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Transit bus delays and cancellations possible beginning Monday, Nov 27. Check your bus schedule online before heading out.

 Traffic alert: Arlington Bridge is closed to all traffic indefinitely. Use McPhillips Street Underpass or Slaw Rebchuk Bridge (Salter Street) to cross rail yards.

Transit bus delays and cancellations possible beginning Monday, Nov 27. Check your bus schedule online before heading out.

 Traffic alert: Arlington Bridge is closed to all traffic indefinitely. Use McPhillips Street Underpass or Slaw Rebchuk Bridge (Salter Street) to cross rail yards.

Pathways to Winnipeg history
PastForward: Winnipeg's digital history
History of Winnipeg

Flood of the Century

Current River Levels

What does James mean?

Winnipeg references its primary water level to a gauge located on the Red River at James Avenue. The gauge is just downstream of the Forks, at the junction of the Assiniboine River. In a "normal" summer, water levels are maintained around James 6.5 ft. The zero point for this gauge is normal winter ice level and is established as 727.57' above mean sea level.

Picture of electronic level transmitter – a measuring tape – dropping into culvert that goes out to Red River, City of Winnipeg Photo

While James Avenue serves as a useful single reference to water levels in the city, technically its water level only applies to this location as rivers have a slope to them, as opposed to lakes which have constant a water level. North of the James Avenue gauge, which is downstream, water levels will be lower. In the south end of the city, which is upstream, water levels will be higher depending on the flow in both the Red and Assiniboine Rivers.

In the summer, St. Andrews Lock and Dam (SALD) regulates water levels and the structure is operated to try to maintain 6.5 ft at James Avenue. Under relatively low flow conditions, SALD maintains a relative constant level throughout the city as flows increase there is a noticeable gradient in the river. When flows exceed 13,000 cubic feet per second (cfs), the SALD structure is wide open and levels at James begin to rise above 6.5 ft.

During the spring flood with much higher flows, there is a steeper gradient in the river and the amount of flow coming from the Assiniboine River has a significant impact on the water levels in Winnipeg. During the 1997 flood, the Flood of the Century, the majority of the flow was on the Red River and very little on the Assiniboine River (~3,000 cfs). In the 2011 flood, there were very high flows on the Assiniboine River and levels in the south end of the city were considerably lower for a comparable James Avenue level. During floods, the flow on both our main rivers (Red and Assiniboine) are important factors. These flows are plugged into the City's Flood Manual to define a water level profile for the Red, Assiniboine and Seine rivers to base our flood fighting efforts on.

While James Avenue is the City's main gauge, water levels are monitored at a number of other locations on the Red and Assiniboine rivers. These levels are monitored ultrasonically, measuring the distance between the probe and the water level by bouncing a signal off the water. It works a lot like radar. The information recorded is then fed back to the McPhillips Control Centre. During a flood, the City monitors water levels at all these points as well as gauges operated by other agencies. When levels are monitored at other locations, the James Avenue datum is not used and the actual geodetic elevation (above sea level) is used.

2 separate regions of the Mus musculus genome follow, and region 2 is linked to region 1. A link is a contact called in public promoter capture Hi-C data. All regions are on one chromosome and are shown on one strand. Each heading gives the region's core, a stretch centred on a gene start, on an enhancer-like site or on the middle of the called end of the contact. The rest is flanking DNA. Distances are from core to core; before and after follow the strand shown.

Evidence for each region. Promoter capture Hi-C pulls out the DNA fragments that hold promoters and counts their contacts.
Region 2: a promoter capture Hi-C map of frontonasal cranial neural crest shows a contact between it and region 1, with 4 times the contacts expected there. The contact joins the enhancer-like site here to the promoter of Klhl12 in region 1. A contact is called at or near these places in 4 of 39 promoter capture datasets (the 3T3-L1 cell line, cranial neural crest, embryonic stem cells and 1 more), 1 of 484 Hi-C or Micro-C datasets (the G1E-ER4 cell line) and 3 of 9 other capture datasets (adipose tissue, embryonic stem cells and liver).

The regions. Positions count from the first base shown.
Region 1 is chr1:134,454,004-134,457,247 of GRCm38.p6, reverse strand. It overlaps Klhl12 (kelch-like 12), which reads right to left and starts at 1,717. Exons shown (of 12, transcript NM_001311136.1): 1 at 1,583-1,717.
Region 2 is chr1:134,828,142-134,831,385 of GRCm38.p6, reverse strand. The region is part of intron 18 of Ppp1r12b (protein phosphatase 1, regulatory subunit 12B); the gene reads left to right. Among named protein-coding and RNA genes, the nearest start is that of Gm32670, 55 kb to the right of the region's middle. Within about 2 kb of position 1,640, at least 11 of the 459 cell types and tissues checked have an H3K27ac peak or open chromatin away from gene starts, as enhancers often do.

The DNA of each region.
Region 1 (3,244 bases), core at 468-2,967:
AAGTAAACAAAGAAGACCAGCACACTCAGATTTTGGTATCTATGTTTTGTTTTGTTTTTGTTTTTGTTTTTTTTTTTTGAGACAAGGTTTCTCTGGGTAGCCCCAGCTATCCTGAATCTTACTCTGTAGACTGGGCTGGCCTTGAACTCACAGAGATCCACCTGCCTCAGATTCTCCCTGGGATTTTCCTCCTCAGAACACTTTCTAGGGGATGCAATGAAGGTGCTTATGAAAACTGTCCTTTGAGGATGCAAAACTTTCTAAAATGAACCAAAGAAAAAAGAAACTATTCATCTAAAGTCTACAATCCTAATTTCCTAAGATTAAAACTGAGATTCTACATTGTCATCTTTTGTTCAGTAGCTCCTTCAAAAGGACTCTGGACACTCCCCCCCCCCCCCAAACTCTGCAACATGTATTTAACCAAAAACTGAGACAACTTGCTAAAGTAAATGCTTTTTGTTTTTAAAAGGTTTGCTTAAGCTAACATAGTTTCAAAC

How are James water levels recorded?

At the James Avenue gauge location, vital pieces of equipment (e.g., control box, electronic level transmitter) give the City a water level reading. An electronic level transmitter (a measuring tape) goes out to the Red River, measures water pressure as river levels change, and sends a signal to the control box, which transmits every 15 minutes via the wireless network to the McPhillips Control Centre. In earlier years, prior to electronic readings, the station was staffed 24 hours a day and was used to collect information for the operation of St. Andrews Lock & Dam.

Recent Flood History

Peak Red River Levels in Winnipeg at James Avenue (in feet)
Year Spring Floods Summer Floods
2018 15.7 April 30
2017 19.5 April 1
2016 18.1 March 18
2015 no spring flood
2014 19.1 April 22 17.6 July 2
2013 18.2 May 2
2012 no spring flood
2011 20.8 April 7 17.7 July 8
2010 18.5 April 2
2009 22.6 April 16 15.0 July 4
2008 no spring flood
2007 17.9 April 11 16.1 June 29
2006 20.4 April 7
2005 19.2 April 7 20.2 July 3 & 4
2004 19.0 April 4 15.3 June 9
2003 no spring flood
2002 no spring flood 17.3 June 15
2001 18.5 April 7
2000 no spring flood 15.6 July 8 & 9
1999 17.4 April 10
1998 17.2 March 31
1997 24.5 May 3
1996 19.4 April 28

Only peaks over 15 feet James are shown

As reference, the normal summer river level is 6.5 feet James while the River Walkway level is 8.5 feet James.

Historic Flood Levels

Peak Red River Levels in Winnipeg at James Avenue (in feet)
Year Feet
1979 19.3
1966 26.3*
1950 30.3*
1861 33*
1852 35*
1826 37*

* Before construction of the Floodway. Historic 1800's flood highwater data comes from Sir Sanford Fleming Surveys (1879) and recorded in 1 foot intervals only.

A picture depicting historic flood water levels, City of Winnipeg Photo
Last update: March 7, 2019->

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